When does a community go too far in enforcing its zoning ordinances? A recent Michigan Court of Appeals decision answered this question in a recent case where a Township sought a court Order to remove three buildings built without zoning permits and not only lost, but, was required to pay the attorney fees of the property owner defending the case.
In Claybanks Township v. Feorene, the Defendants own 40 acres of agriculturally zoned land in a rural township and built a greenhouse and a gazebo on their property without first securing zoning permits from the Township. Once being notified that zoning permits were needed, the property owners contacted the Township and applied for them. The Township, however, would not give them the zoning permits unless they paid fine equaling the daily fine for building structure without first obtaining a permit. The property owners refused to pay the fine then built a third building on the property without a zoning permit. The Township responded by suing the property owners for nuisance per se and sought an order from the Court to remove the three buildings.
The trial Court confirmed that the failure to secure zoning permits prior to building was a nuisance per se. However, the Court deemed it inappropriate to remove the buildings. Rather it ordered the property owners to secure zoning permits. In addition, the trial Court found that the Township acted in bad faith by conditioning the payment of fines on securing the zoning permits and ordered the Township to pay the attorney fees incurred by the property owners in defending the case. The rationale of the trial Court was that the Township did not have the authority to condition the payment of a fine on securing a permit. The Township appealed seeking an order from the Court to remove the buildings and the finding of bad faith and requirement to pay the attorney fees of the property owners.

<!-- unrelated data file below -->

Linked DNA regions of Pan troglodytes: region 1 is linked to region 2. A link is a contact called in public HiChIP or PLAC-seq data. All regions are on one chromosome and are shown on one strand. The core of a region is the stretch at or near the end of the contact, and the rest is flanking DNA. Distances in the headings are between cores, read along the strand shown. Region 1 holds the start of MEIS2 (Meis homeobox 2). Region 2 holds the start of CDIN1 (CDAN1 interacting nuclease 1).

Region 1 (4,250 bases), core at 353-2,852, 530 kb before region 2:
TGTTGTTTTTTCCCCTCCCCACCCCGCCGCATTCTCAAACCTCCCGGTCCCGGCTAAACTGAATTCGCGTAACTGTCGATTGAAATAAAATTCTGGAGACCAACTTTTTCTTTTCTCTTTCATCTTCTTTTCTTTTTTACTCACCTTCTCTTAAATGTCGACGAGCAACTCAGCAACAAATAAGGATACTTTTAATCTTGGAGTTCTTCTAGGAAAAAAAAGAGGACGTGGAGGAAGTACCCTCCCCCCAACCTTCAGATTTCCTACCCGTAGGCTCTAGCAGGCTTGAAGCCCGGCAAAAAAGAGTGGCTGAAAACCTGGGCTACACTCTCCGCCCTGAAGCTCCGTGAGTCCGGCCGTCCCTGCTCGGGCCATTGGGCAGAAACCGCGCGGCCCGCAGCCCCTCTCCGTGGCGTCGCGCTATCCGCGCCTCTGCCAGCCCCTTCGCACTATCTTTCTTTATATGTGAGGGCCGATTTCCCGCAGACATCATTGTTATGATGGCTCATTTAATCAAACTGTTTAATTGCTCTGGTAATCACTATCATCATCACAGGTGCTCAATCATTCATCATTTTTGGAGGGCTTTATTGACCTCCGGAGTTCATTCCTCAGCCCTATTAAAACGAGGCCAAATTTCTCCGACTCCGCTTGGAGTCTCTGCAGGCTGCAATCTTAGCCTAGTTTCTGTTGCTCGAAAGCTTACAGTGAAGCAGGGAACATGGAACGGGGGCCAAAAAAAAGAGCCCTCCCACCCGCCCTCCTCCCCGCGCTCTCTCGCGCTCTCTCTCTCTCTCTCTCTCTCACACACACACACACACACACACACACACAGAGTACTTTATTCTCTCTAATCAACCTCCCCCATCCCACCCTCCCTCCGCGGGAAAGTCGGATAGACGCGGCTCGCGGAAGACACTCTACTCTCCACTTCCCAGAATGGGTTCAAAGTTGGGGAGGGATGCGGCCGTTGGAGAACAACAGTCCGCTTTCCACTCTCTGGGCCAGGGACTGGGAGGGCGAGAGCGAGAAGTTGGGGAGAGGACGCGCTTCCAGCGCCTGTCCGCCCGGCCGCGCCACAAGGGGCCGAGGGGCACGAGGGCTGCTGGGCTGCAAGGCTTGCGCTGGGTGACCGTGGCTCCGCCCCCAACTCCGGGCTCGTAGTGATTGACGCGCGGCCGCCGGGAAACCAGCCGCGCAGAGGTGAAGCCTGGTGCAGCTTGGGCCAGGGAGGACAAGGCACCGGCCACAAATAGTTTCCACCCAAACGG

The Court of Appeals affirmed the trial Court’s ruling and concluded that the action of the Township was in “bad faith.” The local zoning ordinance provided for a fine only after a Court determined that a nuisance per se occurred and there had been no such finding at the time when the Township sought the payment of the fine. Further, the Court could only impose the fine after a finding that a property owner violated the zoning ordinance. With respect to the attorney fee question, the Court of Appeals found that the record clearly indicated that the Township brought the action with the “primary purpose to harass and injure” the property owners. Thus, the trial Court had the authority to award attorney fees pursuant to MCL 600.2591(3)(a)(i).
In most cases, zoning administrators and elected officials work hard in balancing the zoning requirements of a community and the property rights of owners. However, when a community takes zoning or building code enforcement actions in a vindictive and personal manner, as was done in this case, property owners may seek relief from the Court. The attorneys at Dalton & Tomich PLC have experience in defending the rights of property owners who are being subjected to zoning enforcement actions throughout Michigan. Please contact one of our professionals to discuss your case.